There’s an undeniable love-hate relationship we have with PDFs. You hate it because you can’t easily interact with the content that’s in it; you love it because it can keep that content intact. And for better or worse, that dichotomy is the format’s strength.
Yet oftentimes you don’t realize how secured or unsecured your PDF content is. Many PDF myths exist, one of them being that the PDF is naturally secured. But it isn’t. One way to tell the difference between a regular PDF vs. secure PDF documents is to quickly open it in a PDF viewer and see if it says “Secured” in the viewer toolbar. The absence of this alone is reason enough to be extra vigilant with PDF security, but there are other more compelling reasons if that isn’t enough.
Why PDF Documents Need Security
Improper PDF redaction, for example, is a misunderstood security feature with heavy consequences if not done properly. Drawing or placing a black filled rectangle over text doesn’t mean that it can’t be accessed.
Digital trends in the workplace are also ripe for security holes as not all gaps can be covered in your company’s data security strategy. This includes mobile access, accidental recipients, and employee negligence.
And as much as we advocate a paperless office, transitioning towards one is often the stage in which scanning and turning hardcopy documents into a PDF leaves security doors wide open.
Lessening privacy risks is all about determining how your document content is vulnerable, and a document’s lifecycle contains a number of potential risks along the way.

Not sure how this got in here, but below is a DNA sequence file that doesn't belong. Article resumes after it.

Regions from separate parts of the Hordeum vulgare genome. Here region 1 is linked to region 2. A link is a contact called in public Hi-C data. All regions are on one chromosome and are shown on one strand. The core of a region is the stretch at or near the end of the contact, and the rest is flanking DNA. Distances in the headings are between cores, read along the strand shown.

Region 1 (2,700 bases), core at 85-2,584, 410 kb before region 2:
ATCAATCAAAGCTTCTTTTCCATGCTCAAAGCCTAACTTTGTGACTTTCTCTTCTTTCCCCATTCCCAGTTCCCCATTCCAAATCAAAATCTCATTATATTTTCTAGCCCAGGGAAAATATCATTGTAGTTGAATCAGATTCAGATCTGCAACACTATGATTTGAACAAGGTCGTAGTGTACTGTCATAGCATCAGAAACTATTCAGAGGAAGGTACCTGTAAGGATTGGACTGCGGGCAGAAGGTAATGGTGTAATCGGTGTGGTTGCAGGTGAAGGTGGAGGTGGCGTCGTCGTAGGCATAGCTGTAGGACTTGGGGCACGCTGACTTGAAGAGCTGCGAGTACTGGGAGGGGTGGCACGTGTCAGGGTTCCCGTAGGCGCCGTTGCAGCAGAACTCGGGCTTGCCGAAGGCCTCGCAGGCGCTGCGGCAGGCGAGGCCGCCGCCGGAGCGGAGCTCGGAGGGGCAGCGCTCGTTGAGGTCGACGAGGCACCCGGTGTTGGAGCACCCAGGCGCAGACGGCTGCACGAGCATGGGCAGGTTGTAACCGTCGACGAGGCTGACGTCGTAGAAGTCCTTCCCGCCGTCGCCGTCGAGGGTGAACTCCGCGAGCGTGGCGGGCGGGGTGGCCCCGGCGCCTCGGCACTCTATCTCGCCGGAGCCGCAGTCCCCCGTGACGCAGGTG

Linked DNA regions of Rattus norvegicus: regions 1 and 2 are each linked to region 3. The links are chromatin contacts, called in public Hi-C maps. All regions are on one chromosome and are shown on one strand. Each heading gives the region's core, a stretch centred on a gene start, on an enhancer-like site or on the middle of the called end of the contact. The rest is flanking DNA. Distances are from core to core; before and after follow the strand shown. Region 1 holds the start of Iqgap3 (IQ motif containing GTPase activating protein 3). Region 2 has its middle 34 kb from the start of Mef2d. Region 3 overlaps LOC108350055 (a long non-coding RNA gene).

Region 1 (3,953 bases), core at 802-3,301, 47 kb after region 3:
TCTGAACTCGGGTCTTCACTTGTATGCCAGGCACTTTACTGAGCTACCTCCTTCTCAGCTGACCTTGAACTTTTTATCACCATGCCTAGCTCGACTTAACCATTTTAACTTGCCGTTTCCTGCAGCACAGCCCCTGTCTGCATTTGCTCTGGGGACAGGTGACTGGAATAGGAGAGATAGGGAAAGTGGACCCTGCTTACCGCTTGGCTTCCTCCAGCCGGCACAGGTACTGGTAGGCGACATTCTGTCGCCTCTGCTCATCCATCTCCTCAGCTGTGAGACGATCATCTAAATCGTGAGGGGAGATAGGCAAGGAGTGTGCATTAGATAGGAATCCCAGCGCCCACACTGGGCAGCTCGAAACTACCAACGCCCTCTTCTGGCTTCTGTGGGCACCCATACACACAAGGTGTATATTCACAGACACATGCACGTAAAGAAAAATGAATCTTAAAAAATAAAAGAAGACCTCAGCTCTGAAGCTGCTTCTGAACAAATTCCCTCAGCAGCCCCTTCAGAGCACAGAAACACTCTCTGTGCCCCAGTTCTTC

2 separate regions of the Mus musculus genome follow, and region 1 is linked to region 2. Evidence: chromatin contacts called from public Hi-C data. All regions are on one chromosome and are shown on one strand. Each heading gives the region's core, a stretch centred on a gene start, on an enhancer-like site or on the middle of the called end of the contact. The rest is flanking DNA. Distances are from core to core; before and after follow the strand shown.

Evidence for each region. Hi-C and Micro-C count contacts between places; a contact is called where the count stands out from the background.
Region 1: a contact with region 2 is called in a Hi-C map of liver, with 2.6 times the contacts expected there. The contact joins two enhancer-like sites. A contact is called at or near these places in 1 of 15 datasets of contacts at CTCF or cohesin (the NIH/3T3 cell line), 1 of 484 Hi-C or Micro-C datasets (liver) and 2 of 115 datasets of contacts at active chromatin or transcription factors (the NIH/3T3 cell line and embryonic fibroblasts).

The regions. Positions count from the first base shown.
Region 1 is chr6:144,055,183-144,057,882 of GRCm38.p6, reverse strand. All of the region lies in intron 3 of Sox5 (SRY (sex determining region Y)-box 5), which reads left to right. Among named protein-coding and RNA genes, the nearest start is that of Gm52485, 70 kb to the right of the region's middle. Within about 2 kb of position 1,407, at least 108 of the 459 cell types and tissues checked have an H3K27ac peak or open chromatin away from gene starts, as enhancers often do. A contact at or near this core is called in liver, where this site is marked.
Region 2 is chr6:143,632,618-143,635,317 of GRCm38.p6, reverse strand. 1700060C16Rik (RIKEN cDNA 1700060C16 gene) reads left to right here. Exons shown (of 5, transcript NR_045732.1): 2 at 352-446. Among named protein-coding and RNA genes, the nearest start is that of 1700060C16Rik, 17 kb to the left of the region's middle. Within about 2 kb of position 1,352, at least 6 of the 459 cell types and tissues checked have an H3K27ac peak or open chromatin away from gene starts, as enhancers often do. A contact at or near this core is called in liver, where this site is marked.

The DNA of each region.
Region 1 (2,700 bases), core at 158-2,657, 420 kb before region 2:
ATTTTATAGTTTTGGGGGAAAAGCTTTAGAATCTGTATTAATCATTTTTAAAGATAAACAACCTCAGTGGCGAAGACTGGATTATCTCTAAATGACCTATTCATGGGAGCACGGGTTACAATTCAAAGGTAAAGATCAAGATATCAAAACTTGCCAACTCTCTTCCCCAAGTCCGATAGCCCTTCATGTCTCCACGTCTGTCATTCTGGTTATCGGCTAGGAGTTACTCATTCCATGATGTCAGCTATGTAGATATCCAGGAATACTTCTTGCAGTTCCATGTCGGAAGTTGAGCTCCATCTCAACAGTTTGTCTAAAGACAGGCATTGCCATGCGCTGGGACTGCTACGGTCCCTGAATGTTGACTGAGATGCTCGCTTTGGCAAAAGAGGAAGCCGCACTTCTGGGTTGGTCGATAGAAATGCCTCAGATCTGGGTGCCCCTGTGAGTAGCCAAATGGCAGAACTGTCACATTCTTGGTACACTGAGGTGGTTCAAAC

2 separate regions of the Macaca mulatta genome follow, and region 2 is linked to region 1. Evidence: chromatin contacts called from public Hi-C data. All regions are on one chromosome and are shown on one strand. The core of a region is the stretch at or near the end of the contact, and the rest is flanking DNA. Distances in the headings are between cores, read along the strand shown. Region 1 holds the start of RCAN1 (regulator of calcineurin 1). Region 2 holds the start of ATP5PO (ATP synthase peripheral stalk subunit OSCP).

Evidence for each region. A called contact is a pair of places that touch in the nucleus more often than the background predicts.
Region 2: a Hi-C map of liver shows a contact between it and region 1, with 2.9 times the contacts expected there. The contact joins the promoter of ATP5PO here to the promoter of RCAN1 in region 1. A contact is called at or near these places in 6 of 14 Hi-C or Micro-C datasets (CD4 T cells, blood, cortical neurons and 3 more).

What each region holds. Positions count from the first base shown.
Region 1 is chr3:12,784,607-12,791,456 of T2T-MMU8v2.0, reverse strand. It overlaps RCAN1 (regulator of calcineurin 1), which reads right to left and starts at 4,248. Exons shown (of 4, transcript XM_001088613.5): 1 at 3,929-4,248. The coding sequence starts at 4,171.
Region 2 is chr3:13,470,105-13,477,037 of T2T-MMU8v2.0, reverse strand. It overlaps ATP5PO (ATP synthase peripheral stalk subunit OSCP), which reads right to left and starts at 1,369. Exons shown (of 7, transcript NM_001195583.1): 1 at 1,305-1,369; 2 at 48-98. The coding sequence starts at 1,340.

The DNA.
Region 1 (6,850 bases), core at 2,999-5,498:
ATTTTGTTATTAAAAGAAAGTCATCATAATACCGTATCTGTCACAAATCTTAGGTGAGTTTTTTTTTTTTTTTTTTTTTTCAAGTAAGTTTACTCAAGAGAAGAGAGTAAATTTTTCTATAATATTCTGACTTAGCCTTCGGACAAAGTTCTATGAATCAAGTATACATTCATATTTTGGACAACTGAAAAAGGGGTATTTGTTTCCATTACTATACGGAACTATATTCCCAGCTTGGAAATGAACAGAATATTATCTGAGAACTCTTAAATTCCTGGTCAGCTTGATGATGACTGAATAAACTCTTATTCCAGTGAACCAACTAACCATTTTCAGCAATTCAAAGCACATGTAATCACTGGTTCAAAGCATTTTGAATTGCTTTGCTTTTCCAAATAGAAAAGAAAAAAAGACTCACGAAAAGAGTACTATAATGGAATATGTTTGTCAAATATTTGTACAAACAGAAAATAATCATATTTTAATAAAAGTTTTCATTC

Now that you have a few ideas of where PDF security barriers are the weakest, you may be asking yourself what security measures can you add to your PDF documents?
The PDF Security Solution
There are security basics that should never be overlooked or dismissed. If your content is significant enough to be put into a PDF, then it should be significant enough to secure. A few quick ways to secure your PDF file:
• Create User Passwords – This is the simplest way to filter out your intended recipients from prying eyes. With a password, your content is locked and should be your first security barrier. Knowing how to password protect a PDF can help secure your information at the most basic level.
• Create File Permissions– Another level of security for your content should your file be accidentally accessed. While people may be able to view it, ensure that viewing is all they can do with it. Restrict activities from printing content to copying text. Checking the PDF’s Properties dialog, users can see what permissions are given to the file, if any.
• Proper PDF Redaction– Use dedicated PDF redaction tools to redact PDF text properly. As discussed above, the text may still be accessible underneath any makeshift black rectangles you insert.
• PDF Encryption – In cases, where you’re collaborating around contracts (real estate, business) that need revision or signing. Able2Extract Professional will allow you to encrypt existing PDFs if you need to edit, re-encrypt and share or decrypt, modify and re-share that content for collaboration.
• Add a Watermark to PDF pages – Let’s not forget that some tools exist to remove PDF security features. As a last line of defense, a PDF watermark can help to discourage printing or distribution of your content when all else fails.